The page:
Alarm was set for 5:00am, YES 5:00am!!! And as soon as it went off I was up, dressed and raring to go and while Liz saw to Briony I got lunch and flasks full of hot water all ready and we were out of the door and heading to Cumbria by 6:00am. The weather into Cumbria was fantastic with low clouds over the hills and mountains and the sun starting to blaze through and with the M6 north traffic being quiet at that time in the morning we arrived in Ambleside at just before 7:00am, no I was not speeding!!
On arrival there was only one other car present in the car park in front of Waterhead Pier but not someone who looked like they were waiting for Otters. Anyway I stuck around the pier till around 8:30am and no Otters showed, I was seriously gutted as I now think Otters are going to be my bogey animal to photograph but as Brian said in his email to me yesterday "it's always worth another try" and believe me it is. Not to be to down trodden, we then headed off into Ambleside to get some breakfast and then we carried on into Grasmere. Still early, as we even beat the hardcore walkers but we didn't beat the kids into the local school and after a short walk Briony wanted to be fed and myself and Liz decided that we would walk down towards the River Rothay behind the church in Grasmere. What an idea this was as Liz suddenly went "look at them" and she had noticed 7 Goosanders happily swimming around literally 2-3 metres in front of us. I was over the moon as this is one of my favourite birds, plus one I have being trying to photograph for a long time now, nearly every lunch on the River Ribble but always so skittish but these were unbelievably tame.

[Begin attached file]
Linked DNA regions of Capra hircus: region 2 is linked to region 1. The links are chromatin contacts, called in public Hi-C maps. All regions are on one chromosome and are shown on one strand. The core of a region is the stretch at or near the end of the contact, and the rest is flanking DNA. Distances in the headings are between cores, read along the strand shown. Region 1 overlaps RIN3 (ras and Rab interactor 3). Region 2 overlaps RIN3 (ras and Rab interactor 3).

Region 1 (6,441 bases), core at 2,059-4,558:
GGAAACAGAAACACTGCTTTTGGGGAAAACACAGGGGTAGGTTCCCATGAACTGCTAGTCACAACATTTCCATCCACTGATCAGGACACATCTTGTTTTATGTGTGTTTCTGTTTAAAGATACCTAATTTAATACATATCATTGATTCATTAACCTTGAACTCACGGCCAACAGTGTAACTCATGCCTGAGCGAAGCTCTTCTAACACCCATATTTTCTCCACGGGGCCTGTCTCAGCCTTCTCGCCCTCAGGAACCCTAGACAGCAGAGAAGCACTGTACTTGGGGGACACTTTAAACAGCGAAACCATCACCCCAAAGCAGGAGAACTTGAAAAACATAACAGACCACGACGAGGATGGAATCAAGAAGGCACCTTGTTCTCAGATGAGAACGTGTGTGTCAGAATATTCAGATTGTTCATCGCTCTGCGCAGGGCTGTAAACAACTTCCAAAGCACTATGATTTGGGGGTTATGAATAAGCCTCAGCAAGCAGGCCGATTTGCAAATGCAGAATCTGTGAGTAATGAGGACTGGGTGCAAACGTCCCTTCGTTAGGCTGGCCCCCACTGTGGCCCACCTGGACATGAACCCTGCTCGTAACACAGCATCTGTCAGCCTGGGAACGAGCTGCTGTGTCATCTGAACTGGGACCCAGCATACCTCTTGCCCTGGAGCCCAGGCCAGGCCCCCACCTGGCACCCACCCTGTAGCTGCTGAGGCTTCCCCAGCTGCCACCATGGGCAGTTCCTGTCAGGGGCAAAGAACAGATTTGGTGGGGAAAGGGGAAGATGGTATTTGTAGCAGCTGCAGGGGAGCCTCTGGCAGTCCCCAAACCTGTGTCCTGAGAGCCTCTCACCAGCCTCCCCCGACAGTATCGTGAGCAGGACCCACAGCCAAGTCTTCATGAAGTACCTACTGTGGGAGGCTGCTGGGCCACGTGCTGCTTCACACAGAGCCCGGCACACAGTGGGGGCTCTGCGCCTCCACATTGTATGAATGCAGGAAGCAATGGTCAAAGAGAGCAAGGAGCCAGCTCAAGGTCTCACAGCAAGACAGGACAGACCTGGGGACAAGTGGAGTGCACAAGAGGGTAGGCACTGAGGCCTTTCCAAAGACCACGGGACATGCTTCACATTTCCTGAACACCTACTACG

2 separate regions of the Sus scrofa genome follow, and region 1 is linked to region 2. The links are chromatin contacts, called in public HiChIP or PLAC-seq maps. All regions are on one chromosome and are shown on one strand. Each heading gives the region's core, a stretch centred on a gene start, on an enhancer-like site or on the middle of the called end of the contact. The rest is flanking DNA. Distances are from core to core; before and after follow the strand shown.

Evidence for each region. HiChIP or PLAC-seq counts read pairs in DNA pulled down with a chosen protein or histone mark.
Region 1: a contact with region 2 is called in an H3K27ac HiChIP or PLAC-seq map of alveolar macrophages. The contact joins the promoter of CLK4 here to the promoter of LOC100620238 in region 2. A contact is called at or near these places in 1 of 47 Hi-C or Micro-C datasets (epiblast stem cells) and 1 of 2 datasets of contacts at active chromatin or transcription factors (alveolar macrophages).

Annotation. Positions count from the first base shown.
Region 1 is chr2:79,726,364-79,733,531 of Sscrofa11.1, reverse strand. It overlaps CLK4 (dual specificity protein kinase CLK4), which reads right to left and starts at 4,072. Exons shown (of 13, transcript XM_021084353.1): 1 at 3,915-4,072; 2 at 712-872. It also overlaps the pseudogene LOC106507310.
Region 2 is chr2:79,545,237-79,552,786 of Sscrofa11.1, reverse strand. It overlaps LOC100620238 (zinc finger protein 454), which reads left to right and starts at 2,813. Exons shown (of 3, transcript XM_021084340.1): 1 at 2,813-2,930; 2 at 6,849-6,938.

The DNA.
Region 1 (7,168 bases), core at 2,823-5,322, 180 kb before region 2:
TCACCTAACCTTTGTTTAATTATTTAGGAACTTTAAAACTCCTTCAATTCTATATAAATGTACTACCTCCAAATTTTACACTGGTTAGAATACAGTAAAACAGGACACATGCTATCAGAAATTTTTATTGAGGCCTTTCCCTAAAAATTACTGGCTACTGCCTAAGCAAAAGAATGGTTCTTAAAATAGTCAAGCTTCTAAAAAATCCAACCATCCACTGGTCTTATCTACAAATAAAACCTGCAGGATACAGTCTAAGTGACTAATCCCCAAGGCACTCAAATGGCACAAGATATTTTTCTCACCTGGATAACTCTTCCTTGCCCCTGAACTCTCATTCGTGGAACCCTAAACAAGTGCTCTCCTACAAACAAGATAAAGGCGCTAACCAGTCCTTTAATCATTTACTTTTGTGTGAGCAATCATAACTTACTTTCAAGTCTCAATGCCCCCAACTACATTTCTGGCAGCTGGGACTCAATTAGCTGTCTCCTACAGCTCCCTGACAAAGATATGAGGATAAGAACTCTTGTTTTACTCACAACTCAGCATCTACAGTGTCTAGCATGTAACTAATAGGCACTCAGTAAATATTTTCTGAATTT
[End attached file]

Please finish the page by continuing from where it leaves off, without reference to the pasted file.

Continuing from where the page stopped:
After firing off lots of shots, this one female Goosander seemed to take a fancy to me as she was parading up and down in front of me and got closer and closer. I may sound a little weird but just look at the picture below, she is gorgeous, almost the punk rocker of the bird world. (Click pic for larger view)
|Female Goosander - River Rothay, Grasmere 22/03/2011|
Members of the sawbill family, which you can see from the serrated bill on the above image, this is used for catching small fish. They are largely freshwater birds, forming into flocks of several thousand in some parts of Europe. If you live in Preston there is a great chance to see both male and female Goosanders up the River Ribble near Holme Road.